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Russia Blacklists Jazz Band for Playing 'American' Music

In Soviet times, jazz music was distrusted and reviled as a subversive means of American influence, and it looks like the distrust of the century-old genre still lingers in the corridors of Russian power.

A state culture watchdog banned a Russian jazz band from playing at a book fair in Hungary because of the style of music they play, musician Naum "Dry Ice" Bleek said on his Facebook page.

"The Federal Mass Media Inspection Service was wary about jazz accompaniment, … it being American music," Bleek cited an unnamed organizer on the Russian side as saying.

"I know it sounds insane, but you've got to defer to them," the organizer was cited by Bleek on Monday as saying.

The musicians were asked to play something Russian instead, but declined, Bleek said.

Bleek was tentatively booked to perform with the Denis Galushko Trio as a part of the Russian program at the Gaudeamus Book Fair in Budapest in November.

The Yekaterinburg-based rapper delivers his own verse alongside famous Russian poetry, such as that of Alexander Pushkin and Vladimir Mayakovsky, against a backdrop of jazz.

Neither the organizers nor the state watchdog had commented on the incident by press time Wednesday.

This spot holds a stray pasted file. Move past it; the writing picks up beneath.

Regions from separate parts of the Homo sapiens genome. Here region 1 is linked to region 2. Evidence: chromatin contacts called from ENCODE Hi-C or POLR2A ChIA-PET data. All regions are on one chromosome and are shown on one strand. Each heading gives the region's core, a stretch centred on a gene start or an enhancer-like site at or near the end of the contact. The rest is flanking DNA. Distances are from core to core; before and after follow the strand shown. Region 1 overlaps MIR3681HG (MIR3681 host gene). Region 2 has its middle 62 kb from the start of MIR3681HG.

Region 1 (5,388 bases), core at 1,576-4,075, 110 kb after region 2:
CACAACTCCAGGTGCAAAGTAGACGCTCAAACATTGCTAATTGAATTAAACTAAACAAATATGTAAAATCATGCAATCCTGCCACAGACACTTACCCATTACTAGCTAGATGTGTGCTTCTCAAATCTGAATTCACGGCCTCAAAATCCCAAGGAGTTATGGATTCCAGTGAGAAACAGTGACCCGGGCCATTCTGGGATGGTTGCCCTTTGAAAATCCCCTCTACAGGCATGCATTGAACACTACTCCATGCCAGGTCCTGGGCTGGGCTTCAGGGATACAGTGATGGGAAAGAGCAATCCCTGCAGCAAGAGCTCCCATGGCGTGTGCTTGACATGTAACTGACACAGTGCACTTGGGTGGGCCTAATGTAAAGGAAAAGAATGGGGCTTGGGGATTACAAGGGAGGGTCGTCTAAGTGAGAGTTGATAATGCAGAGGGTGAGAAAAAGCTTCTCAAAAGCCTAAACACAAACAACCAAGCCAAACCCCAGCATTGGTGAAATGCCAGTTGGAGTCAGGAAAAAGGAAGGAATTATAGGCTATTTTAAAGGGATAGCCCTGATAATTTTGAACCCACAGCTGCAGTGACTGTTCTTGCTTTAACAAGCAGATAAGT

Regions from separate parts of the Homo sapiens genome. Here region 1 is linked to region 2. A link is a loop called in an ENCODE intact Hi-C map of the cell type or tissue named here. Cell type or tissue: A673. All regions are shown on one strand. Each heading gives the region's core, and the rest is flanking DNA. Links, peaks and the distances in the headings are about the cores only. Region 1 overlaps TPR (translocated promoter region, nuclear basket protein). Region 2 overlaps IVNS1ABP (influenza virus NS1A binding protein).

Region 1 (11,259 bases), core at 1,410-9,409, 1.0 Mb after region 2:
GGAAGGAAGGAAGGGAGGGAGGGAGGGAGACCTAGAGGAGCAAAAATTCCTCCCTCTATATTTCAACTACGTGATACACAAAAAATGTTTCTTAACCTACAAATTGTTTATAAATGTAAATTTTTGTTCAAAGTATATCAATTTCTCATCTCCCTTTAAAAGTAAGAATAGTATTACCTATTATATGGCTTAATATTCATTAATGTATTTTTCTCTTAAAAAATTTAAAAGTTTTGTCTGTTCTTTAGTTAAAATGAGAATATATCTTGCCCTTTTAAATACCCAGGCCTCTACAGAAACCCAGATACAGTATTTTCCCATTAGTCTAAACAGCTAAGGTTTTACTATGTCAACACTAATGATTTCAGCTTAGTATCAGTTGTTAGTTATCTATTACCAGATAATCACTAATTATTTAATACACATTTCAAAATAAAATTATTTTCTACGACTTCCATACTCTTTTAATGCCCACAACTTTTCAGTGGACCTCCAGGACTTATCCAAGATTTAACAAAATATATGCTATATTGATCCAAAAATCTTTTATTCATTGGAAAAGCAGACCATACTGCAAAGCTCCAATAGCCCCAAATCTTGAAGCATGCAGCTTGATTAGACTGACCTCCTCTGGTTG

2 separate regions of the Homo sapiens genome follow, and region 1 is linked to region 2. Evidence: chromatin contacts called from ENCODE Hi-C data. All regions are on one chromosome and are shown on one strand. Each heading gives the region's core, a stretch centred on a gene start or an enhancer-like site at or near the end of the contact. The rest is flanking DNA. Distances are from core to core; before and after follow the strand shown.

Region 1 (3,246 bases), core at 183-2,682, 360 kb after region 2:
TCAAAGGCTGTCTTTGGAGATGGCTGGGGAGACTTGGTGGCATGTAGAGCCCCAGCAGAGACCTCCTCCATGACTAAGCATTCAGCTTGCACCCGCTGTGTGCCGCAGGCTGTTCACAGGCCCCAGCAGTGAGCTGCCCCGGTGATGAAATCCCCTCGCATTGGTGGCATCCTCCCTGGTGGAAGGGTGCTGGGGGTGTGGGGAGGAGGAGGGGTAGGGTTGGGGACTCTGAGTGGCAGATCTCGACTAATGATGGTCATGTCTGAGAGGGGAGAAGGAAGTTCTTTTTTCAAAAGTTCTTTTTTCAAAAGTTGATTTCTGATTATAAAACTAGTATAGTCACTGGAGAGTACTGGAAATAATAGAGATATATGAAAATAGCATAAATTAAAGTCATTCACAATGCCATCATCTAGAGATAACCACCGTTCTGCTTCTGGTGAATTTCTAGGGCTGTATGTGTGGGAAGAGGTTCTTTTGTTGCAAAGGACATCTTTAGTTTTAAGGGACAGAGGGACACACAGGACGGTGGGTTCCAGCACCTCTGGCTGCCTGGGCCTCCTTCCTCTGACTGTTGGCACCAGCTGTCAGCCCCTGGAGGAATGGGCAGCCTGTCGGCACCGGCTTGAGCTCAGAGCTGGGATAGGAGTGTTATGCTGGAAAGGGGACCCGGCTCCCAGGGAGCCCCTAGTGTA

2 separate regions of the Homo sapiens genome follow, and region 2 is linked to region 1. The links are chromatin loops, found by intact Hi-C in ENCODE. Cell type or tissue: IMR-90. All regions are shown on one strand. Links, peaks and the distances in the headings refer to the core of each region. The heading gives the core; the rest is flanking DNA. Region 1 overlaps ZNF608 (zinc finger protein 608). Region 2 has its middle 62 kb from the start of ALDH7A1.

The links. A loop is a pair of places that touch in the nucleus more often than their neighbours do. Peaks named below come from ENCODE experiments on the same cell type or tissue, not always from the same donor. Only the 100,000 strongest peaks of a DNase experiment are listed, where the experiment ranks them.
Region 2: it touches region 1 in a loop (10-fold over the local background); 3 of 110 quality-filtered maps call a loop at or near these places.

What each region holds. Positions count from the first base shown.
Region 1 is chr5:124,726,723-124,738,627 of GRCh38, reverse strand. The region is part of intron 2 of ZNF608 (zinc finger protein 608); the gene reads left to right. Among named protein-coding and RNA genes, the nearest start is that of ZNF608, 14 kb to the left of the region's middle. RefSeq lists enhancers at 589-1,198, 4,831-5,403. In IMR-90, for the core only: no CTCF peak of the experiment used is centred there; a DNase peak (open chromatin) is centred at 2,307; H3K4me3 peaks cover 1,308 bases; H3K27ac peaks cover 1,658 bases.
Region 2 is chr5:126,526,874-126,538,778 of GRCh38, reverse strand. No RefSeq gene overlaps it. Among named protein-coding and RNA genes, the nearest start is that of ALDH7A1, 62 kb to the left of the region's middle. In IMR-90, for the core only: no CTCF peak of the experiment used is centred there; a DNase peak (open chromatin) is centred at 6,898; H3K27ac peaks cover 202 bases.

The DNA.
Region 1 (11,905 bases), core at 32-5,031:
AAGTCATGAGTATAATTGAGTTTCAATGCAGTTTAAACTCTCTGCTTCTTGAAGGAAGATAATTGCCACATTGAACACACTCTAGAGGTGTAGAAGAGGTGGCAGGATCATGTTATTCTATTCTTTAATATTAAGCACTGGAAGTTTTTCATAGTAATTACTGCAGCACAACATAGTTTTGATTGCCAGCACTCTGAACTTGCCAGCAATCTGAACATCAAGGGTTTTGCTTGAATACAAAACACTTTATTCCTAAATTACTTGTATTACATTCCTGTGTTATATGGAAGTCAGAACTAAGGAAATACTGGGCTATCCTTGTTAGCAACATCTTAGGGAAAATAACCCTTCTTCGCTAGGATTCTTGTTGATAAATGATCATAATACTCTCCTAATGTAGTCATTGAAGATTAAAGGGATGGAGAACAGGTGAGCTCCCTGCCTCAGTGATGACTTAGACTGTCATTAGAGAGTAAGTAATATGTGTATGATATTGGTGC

The Russian government has been accused recently of ramping up cultural censorship. But the accusations have so far been mostly limited to the film industry and — to a lesser degree — modern art and theater.

Jazz was even tolerated during the Stalin era but came under fire as a form of "ideological sabotage" with the outbreak of Cold War. A popular mid-century slogan went: "Today you play jazz; tomorrow you betray the fatherland."

Nevertheless, Russia has sported a solid jazz scene since at least the 1950s.

President Vladimir Putin himself displayed a soft spot for jazz standards in 2010, when he belted out the classic "Blueberry Hill" at a charity event.

Other Russian leaders, meanwhile, have shown a fondness for arguably even more subversive Western genres: Prime Minister Dmitry Medvedev, for example, admitted a love of Deep Purple, Black Sabbath and even Linkin Park, his son's favorite.

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